Remember waiting the whole month of October for that one night of the year when you could dress up in a cool costume.
You navigated your neighborhood in a cheap ill-fitting plastic mask that somehow managed to slide down to cover your eyes, yet left the rest of your head exposed.
Perhaps, your highly flammable plastic cape was fluttering in the wind behind you. Although, most likely, the heavy winter coat that your mother made you wear obscured the bulk of your carefully chosen costume.
You staggered up the cracked unlit front walk, of the scary neighbor's house. By the light of your glow wand, you avoided stubbing your toe on the broken concrete.
With a shaky hand, you rang the doorbell and listened to the owner shuffle to the door.
The door swung open and in your loudest voice, you yelled trick or treat.
The neighbor made the requisite "oh aren't you precious" noises and dropped some thing into your outstretched bag.
After mumbling thank you, only because you mom angrily whispered, "Say it", you toddled back down the front walk, tripping on that same humped up piece of concrete.
From house to house, you went repeating this little scenario throughout the entire neighborhood.
Finally, you dragged your bulging treat bag back home.
You dumped it out on the living room carpet ready to sort all the awesome candy (full size chocolate bar) from the not so awesome (Necco wafers).
Now imagine if a quick survey revealed. Ah, crap! All you see before you is fruit, pencils and books.
Yes, books in your Halloween treat sack. Not one Twizzler, Snickers or Hershey in sight, why there isn't even one of those nasty little Mary Janes, a candy truly conceived by the devil or what lawyers smoke.
No! This is more terrifying then an entire cemetery full of zombies. Who would commit such an atrocity?
Well, according to a little blurb in Spry Magazine (no I am not making that name up) we all should.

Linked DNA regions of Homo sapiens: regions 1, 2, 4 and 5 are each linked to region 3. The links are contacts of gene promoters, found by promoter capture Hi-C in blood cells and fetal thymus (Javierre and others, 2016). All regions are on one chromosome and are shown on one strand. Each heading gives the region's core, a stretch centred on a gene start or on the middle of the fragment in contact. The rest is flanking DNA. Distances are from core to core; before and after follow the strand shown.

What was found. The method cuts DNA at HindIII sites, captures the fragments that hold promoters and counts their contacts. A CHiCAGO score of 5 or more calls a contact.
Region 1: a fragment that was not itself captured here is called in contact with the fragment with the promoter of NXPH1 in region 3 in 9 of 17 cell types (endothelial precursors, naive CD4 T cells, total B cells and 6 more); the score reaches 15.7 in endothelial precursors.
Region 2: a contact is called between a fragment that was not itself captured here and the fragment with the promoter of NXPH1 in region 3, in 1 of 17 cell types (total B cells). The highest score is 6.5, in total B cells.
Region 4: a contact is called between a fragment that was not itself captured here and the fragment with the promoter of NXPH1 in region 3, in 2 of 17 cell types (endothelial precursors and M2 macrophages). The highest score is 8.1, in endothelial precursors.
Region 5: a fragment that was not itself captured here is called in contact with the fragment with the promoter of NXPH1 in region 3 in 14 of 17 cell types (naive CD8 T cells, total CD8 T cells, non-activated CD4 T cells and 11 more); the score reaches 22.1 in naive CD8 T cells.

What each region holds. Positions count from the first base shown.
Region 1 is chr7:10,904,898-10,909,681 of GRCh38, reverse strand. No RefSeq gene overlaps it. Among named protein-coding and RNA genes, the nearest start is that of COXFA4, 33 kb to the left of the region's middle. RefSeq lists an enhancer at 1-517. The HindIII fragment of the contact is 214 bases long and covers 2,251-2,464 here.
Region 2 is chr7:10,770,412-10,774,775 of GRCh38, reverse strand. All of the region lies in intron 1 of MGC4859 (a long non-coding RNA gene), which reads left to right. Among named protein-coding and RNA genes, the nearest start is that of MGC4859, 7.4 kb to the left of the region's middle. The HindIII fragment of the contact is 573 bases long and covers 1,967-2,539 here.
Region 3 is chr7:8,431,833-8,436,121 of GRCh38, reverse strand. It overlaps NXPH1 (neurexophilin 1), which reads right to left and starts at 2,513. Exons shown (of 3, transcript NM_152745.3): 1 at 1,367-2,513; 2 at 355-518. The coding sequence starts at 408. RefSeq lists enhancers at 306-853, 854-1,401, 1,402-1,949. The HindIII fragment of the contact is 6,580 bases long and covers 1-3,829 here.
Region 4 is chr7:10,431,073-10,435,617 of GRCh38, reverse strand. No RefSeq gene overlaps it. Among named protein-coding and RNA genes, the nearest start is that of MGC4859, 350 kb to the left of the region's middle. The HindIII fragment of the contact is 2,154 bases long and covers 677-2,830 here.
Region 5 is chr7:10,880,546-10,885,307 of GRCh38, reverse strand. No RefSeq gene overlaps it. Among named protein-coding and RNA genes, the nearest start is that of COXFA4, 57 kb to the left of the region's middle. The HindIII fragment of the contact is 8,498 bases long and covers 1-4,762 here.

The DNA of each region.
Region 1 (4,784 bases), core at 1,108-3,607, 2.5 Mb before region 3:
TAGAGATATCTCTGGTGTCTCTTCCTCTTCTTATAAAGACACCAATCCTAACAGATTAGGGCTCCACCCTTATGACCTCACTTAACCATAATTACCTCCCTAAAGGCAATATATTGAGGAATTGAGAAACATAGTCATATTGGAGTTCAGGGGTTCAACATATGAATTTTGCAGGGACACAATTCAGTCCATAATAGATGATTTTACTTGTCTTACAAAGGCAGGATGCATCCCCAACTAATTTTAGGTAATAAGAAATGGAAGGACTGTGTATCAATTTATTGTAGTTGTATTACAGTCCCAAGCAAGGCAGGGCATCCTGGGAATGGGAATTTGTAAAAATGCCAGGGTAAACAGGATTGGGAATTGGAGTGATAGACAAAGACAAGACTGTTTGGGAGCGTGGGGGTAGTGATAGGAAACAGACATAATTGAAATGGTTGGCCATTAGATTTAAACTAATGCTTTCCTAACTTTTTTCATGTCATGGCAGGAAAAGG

Yes, this magazine feels that the way to cut childhood obesity is to hand out non-candy items at Trick or Treat.
Because you know the only time of the year that kids eat crappy food is Halloween, so of course eliminating sugary treats would eliminate childhood obesity.
What a nasty little trick.
I mean we wouldn't want to deny our children unlimited TV time, iPods and video games and perish the thought that they get off the couch and go outside, so much easier to say that candy is the devil. Mmm, a tasty dark chocolate covered caramel devil, but I digress.
Among the list of items sure to get you egged into the next century was a book.
Now I love reading, but the idea of getting a book instead of candy is just wrong.
Not only wrong but also ridiculous because the article claimed it would be inexpensive to give books out at Halloween. Uh they need to define "inexpensive" because I don't think that word means what they think it means.
Have they priced books lately? A softbound kid's book runs at least $5 dollars. On Halloween, we usually get at least 20 kids at our house, what is that like $100? I mean Halloween candy is pricey, but not $100 pricey.
The article did suggest getting your books from a resale shop or Goodwill. Maybe you could reduce the cost to a dollar or two per Halloween visitor. Still, mucho money.
Normally, I am all about shopping at Goodwill but for books to hand out at trick or treat that just seems incredibly tacky.
Why not just go into your cupboard and hand out canned fruit, cup of soup and ramen noodles just as lame and a whole lot easier. Even better why not rope the kids into cleaning out your garage and they can keep whatever they want?
The candy isn't the problem. The problem is letting the kids eat all the Halloween candy that night or for breakfast the next day.
We can make our Halloween candy last for 6 months. Granted with three kids we get a huge amount of candy, a whole drawer full, with some in a sack in the closet to spare but still.
I am the parent, I control how much candy the kids can have, not to mention the fact that I also control the supply of coconut and dark chocolate. If they had a birthday cupcake at school maybe then dessert is a tootsie roll.
See how easy that is?
Last year, we did receive pencils and stickers from a couple of houses, but now that I think about it, the pencil and sticker houses also handed out a small candy bar. They didn't want to be egged.
Jennifer Flaten lives where the local delicacy is fried cheese, Wisconsin. She writes about family life, its amusing or not so amusing moments. "At least it's not another article on global warming," she says. Jennifer bakes a mean banana bread and admits an unusual attraction to balloon animals and cup cakes. Busy preparing for the zombie apocalypse, she stills finds time to write "As I See It," her witty, too often true column. "My urge to write," says Jennifer, "is driven by my love of cupcakes, with sprinkles on top. Who wouldn't write for cupcakes, with sprinkles," she wonders.
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